In the realm of food, expectations can be honed with experience, but they remain elusive. Gaps between expectation and reality can be thrilling to close. Exploring these gaps are one reason I’m drawn to trying new foods, new drinks, new places.
Expectations set, shift, and can even shatter.
At The Wandering Donkey, a polished, casual brick-and-mortar transposed from a food truck, the menu is deeper than expected. There’s campechano tacos, lamb birria, Sonoran hotdogs, butter-poached lobster, and other specialities served up in a North Scottsdale strip mall.
Expectation shifts as I viewed this menu? Up.
Happily, I ordered a draft beer. It came out with a basket of chips. Each crunched with a tidal wave of salt. Expectations? Down.
But there was also this quesadilla. When I first saw it coming to my table, I thought it was a pizza. It was that big, covering a whole large plate. In reality, it was a wheel-sized quesadilla tightly zagged with crema, topped with sliced avocado at center, riddled with grill pocks, sliced into four pieces, and oozing cheese.
In my hands (yes two of them), the warm flour tortilla flopped. The queso Oaxaca did its molten, ultra-slow-mo leak, all milky tang and gooey thickness. Inside the outsize flour tortilla were shreds of pork butt stewed in a Sinaloan style with three kinds of chiles.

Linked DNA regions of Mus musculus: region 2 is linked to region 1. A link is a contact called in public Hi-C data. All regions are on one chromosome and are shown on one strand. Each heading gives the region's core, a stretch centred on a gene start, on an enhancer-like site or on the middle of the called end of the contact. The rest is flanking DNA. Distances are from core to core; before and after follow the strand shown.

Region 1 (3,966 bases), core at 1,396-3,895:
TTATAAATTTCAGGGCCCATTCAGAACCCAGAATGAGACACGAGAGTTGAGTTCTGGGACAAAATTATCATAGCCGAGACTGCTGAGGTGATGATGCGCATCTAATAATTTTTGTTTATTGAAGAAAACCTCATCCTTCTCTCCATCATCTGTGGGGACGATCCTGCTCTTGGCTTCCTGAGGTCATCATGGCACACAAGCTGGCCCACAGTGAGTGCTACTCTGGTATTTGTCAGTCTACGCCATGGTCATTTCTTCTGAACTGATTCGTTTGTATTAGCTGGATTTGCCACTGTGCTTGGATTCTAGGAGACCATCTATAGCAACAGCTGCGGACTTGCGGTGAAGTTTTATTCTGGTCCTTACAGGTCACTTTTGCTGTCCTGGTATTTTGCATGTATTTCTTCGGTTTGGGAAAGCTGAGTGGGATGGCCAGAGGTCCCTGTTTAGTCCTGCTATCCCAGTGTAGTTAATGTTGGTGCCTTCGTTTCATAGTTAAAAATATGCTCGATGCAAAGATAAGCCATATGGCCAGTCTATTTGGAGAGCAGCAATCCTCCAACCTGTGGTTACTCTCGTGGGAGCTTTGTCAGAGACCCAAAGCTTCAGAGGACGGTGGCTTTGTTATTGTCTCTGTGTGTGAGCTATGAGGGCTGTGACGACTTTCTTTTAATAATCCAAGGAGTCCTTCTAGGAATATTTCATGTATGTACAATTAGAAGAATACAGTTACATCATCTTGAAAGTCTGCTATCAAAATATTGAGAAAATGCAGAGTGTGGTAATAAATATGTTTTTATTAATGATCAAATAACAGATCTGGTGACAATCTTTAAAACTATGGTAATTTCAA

This quesadilla was good. Very good. The chile-thick sauce was suffused with rendered animal fat and had nice depth, the pepper notes long and the heat muted, showcasing the muscle and beauty of the chile from a restrained, less-common vantage point. The pork? Completely fall-apart. The flour tortilla was crisp from its toasting, fragrant, and a bit wafery, contrasting dramatically with the tender pork. And the queso Oaxaca functioned as only melted cheese can — but also kept the pork in place as I tore through.
Later, I called the restaurant to learn what I could. I expected that a grandmother had passed down the recipe, that someone had perhaps learned through years of practice, that maybe the chef (Ben Tasa, I would learn) proudly played this ace laboriously added to his deck during a long stay in Sinaloa.
I felt confident here. I even told my wife, who shared the overall so-so meal with me, what I was expecting. Again, I was dead wrong. One of the owners, Lance Smith, simply found the recipe on the internet.
The Wandering Donkey
10121 E. Bell Road Suit 150, Scottsdale
Monday to Tuesday 11 a.m. to 10 p.m.; Wednesday to Thursday 11 a.m. to 11 p.m.; Friday and Saturday 11 a.m. to 11:30 p.m.; Sunday 10 a.m. to 8 p.m.